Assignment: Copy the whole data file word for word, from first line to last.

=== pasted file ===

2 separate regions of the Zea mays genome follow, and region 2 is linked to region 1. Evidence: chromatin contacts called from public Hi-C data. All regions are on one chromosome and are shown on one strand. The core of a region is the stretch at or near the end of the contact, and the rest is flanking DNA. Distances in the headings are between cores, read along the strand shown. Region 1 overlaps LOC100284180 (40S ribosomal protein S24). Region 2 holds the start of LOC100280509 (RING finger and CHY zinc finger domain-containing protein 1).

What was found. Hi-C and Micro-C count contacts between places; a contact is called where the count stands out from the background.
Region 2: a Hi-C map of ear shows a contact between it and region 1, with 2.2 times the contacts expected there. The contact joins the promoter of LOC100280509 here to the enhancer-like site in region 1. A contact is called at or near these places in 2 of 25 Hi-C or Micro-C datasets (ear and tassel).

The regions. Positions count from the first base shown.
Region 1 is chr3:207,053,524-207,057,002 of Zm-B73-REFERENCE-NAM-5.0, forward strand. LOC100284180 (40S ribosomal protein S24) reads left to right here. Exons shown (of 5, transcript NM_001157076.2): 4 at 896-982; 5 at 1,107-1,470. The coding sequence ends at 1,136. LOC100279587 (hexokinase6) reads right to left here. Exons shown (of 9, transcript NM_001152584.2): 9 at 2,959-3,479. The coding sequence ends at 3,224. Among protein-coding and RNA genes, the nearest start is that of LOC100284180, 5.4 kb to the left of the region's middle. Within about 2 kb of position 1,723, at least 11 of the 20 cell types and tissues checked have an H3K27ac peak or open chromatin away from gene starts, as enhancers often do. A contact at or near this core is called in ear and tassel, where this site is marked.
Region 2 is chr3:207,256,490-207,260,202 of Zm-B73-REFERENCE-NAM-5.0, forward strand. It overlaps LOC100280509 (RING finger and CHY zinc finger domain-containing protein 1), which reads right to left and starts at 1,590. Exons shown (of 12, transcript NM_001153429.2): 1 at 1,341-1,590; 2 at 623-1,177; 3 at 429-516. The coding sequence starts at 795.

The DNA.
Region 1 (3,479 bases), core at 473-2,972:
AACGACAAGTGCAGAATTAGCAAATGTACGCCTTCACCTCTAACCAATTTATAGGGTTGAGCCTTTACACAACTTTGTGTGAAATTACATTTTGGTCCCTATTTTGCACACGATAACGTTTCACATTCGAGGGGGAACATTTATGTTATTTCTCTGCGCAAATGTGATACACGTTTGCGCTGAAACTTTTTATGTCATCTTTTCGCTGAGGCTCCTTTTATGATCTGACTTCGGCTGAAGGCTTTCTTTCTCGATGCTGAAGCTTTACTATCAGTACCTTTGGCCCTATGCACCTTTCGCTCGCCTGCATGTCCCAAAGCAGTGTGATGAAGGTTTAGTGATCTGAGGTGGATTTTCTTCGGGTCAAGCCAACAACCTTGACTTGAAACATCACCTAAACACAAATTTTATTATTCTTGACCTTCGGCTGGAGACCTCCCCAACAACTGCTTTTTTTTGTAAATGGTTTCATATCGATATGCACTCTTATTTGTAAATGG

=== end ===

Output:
2 separate regions of the Zea mays genome follow, and region 2 is linked to region 1. Evidence: chromatin contacts called from public Hi-C data. All regions are on one chromosome and are shown on one strand. The core of a region is the stretch at or near the end of the contact, and the rest is flanking DNA. Distances in the headings are between cores, read along the strand shown. Region 1 overlaps LOC100284180 (40S ribosomal protein S24). Region 2 holds the start of LOC100280509 (RING finger and CHY zinc finger domain-containing protein 1).

What was found. Hi-C and Micro-C count contacts between places; a contact is called where the count stands out from the background.
Region 2: a Hi-C map of ear shows a contact between it and region 1, with 2.2 times the contacts expected there. The contact joins the promoter of LOC100280509 here to the enhancer-like site in region 1. A contact is called at or near these places in 2 of 25 Hi-C or Micro-C datasets (ear and tassel).

The regions. Positions count from the first base shown.
Region 1 is chr3:207,053,524-207,057,002 of Zm-B73-REFERENCE-NAM-5.0, forward strand. LOC100284180 (40S ribosomal protein S24) reads left to right here. Exons shown (of 5, transcript NM_001157076.2): 4 at 896-982; 5 at 1,107-1,470. The coding sequence ends at 1,136. LOC100279587 (hexokinase6) reads right to left here. Exons shown (of 9, transcript NM_001152584.2): 9 at 2,959-3,479. The coding sequence ends at 3,224. Among protein-coding and RNA genes, the nearest start is that of LOC100284180, 5.4 kb to the left of the region's middle. Within about 2 kb of position 1,723, at least 11 of the 20 cell types and tissues checked have an H3K27ac peak or open chromatin away from gene starts, as enhancers often do. A contact at or near this core is called in ear and tassel, where this site is marked.
Region 2 is chr3:207,256,490-207,260,202 of Zm-B73-REFERENCE-NAM-5.0, forward strand. It overlaps LOC100280509 (RING finger and CHY zinc finger domain-containing protein 1), which reads right to left and starts at 1,590. Exons shown (of 12, transcript NM_001153429.2): 1 at 1,341-1,590; 2 at 623-1,177; 3 at 429-516. The coding sequence starts at 795.

The DNA.
Region 1 (3,479 bases), core at 473-2,972:
AACGACAAGTGCAGAATTAGCAAATGTACGCCTTCACCTCTAACCAATTTATAGGGTTGAGCCTTTACACAACTTTGTGTGAAATTACATTTTGGTCCCTATTTTGCACACGATAACGTTTCACATTCGAGGGGGAACATTTATGTTATTTCTCTGCGCAAATGTGATACACGTTTGCGCTGAAACTTTTTATGTCATCTTTTCGCTGAGGCTCCTTTTATGATCTGACTTCGGCTGAAGGCTTTCTTTCTCGATGCTGAAGCTTTACTATCAGTACCTTTGGCCCTATGCACCTTTCGCTCGCCTGCATGTCCCAAAGCAGTGTGATGAAGGTTTAGTGATCTGAGGTGGATTTTCTTCGGGTCAAGCCAACAACCTTGACTTGAAACATCACCTAAACACAAATTTTATTATTCTTGACCTTCGGCTGGAGACCTCCCCAACAACTGCTTTTTTTTGTAAATGGTTTCATATCGATATGCACTCTTATTTGTAAATGG